Q-Tip (From A Tribe Called Quest)
Heavily regarded as one of the best hip hop producers in history, producer/rapper/MC, ‘Q-Tip’ was the main beat-maker for iconic hip-hop group A Tribe Called Quest. Born Jonathan William Davis, the legend converted to Islam during the 90’s and changed his name to Kamaal Ibn John Fareed.
Ali Shaheed Muhammad (From A Tribe Called Quest)
Q-Tip’s A Tribe Called Quest fellow DJ, record producer, and rapper Ali Shaheed Muhammad, aka Mr. Muhammad, was also another devout Muslim, though it is unclear whether Muhammad converted, or was Muslim from birth. Together with Q-Tip and acclaimed producer J Dilla, music production collective ‘The Ummah’ was formed.
American rapper, singer, and entrepreneur Kevin Gates is a practicing Muslim who constantly keeps fans updated with his Muslim practices on social media. Gates is a frequent traveler to Saudi Arabia to do Hajj and Umrah, as well to visit the various historic mosques in the Kingdom.
Dave East is an American rapper, singer, and an actor who converted to Islam while serving a prison sentence. Commenting on his conversion, East said: "Islam really brought a discipline to my life that I didn't really have before. My old mindset was if they ain't helping me, I ain't helping them, but you can't live life that way.”
Lupe Fiasco, born Wasalu Muhammad Jaco, is a Muslim rapper, singer, songwriter, and entrepreneur. Talking about his religion, Fiasco stated: "[Islam] plays a part in my life and everything I do, to a certain extent... I don't like putting my religion out there, I don't like wearing it like that, because I don't want people to look at me as the poster child for Islam. I'm not. I don't want them to look at my flaws and be like, 'oh, that's the flaws of Islam'.”
Hands down one of the most influential and iconic artists to grace the genre, rapper and record producer Rakim was introduced to the Nation of Islam in 1986, when he converted to the religion before joining Islamic Black-nationalist movement the Five-Percent Nation where he adopted the name Rakim Allah.
Superstar R&B singer and songwriter SZA was born to a Christian mother and a Muslim father, and even attended a Muslim prep school. In an interview SZA stated that “It's like the belief in one God, all the pillars of Islam et cetera…and I think those are ideas that will never leave me, those make sense in my spirit. It's the way that I connect with God; it has always made sense to me. I think I would love to wear my hijab but I feel like I don't wanna wear my hijab and talk crazy on stage and be in videos with Travis Scott. Like I don't wanna be disrespectful because I have too much love and respect for the religion, for my father, and for myself.”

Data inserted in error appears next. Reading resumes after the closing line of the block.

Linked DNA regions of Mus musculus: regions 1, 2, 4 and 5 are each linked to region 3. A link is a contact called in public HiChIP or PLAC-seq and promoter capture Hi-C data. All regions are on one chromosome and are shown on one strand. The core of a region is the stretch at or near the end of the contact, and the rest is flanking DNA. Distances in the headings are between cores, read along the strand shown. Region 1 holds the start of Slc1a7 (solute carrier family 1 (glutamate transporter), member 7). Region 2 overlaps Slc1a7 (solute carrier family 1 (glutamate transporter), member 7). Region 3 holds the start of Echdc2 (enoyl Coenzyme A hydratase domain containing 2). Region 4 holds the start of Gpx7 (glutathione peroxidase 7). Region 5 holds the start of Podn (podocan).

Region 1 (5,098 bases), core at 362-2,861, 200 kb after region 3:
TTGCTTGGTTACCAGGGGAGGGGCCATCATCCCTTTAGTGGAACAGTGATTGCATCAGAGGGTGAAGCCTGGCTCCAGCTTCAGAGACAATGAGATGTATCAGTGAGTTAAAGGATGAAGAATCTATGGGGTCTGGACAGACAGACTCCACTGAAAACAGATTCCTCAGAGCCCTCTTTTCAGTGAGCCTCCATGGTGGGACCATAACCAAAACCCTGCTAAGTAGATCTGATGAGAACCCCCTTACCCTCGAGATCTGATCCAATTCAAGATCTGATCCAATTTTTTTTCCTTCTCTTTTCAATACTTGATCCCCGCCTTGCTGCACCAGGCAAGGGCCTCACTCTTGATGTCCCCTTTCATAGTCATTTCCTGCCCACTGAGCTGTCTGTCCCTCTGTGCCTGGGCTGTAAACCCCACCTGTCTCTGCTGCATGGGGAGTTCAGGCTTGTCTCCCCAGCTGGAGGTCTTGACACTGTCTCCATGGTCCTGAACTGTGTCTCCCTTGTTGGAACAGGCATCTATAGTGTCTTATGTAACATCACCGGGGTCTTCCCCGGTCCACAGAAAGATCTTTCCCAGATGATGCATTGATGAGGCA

Born Trevor Tahiem Smith, Jr., American hip-hop artist Busta Rhymes is a proud Muslim and credits much of his success to the way in which his faith has kept him grounded. In an interview with Hollywood TV back in 2007, Rhymes said, "I try to really just understand every aspect about the most high. For me, the most high is Allah... And I live my life by Islam. At the end of the day, I think that's pretty much what grounds me in the way that I think most people should be grounded. That's just enjoying who you are as a human life, as opposed to trying to add all these other additives and preservatives to your perspective on life."
Legendary Senegalese singer and businessman Akon comes from a Muslim family. Ahead of a performance in Morocco in June 2015, he spoke with The National newspaper in Abu Dhabi about his career and his faith: "I was born a Muslim... and there has always been a debate about Islam and music. I never looked at the performing aspect of the music itself, but at the intention.”
Swizz Beatz can be credited for creating many of the early 2000’s hits. Swizz is a devoted Muslim, and has stated in a previous interview that he has no bosses, saying “Allah is my only boss”.
Being born and raised as a Muslim, “the king of auto-tune” identifies as Muslim, but without being too attached to the religion.
Acclaimed rapper and songwriter Ghostface Killah is an icon in hip hop history, notably through his work with the Wu-Tang Clan. In 2004, Killah converted to Islam after meeting the Five-Percent Nation.
Like his Wu-Tang Clan fellow Ghostface Killah, legendary rapper Raekwon is also a Muslim who converted in 2009 with the Five-Percent Nation, but their history goes beyond that. He credits the Islamic Black nationalist movement for giving him the name ‘Raekwon’.
Rapper and singer Lil Durk is a proud Muslim, often mentioning Islam and the Q’uran in his lyrics more than others. In his song, "Viral Moment", he says "I changed my life, I'm Muslim." In his verse on Drake's "In the Bible", he says "I'm Muslim/I go by Quran". He is also seen wearing a kufi and thobe, and observing the Islamic prayer in the music video for his song, "Street Prayer".
Surprisingly, many fans don’t know that French Montana (born Karim Kharbouch) is Moroccan and a Muslim. Immigrating with his family to the states when he was 13, Montana grew up in a Muslim household and credits Islam for his success and keeping him grounded.
Bonus: Snoop Dogg
According to reports, hip hop legend Snoop Dogg converted to Islam in 2009 with the Nation of Islam, but then in 2012 converted instead to the Rastafari movement and changed his name to Snoop Lion after a trip to Jamaica.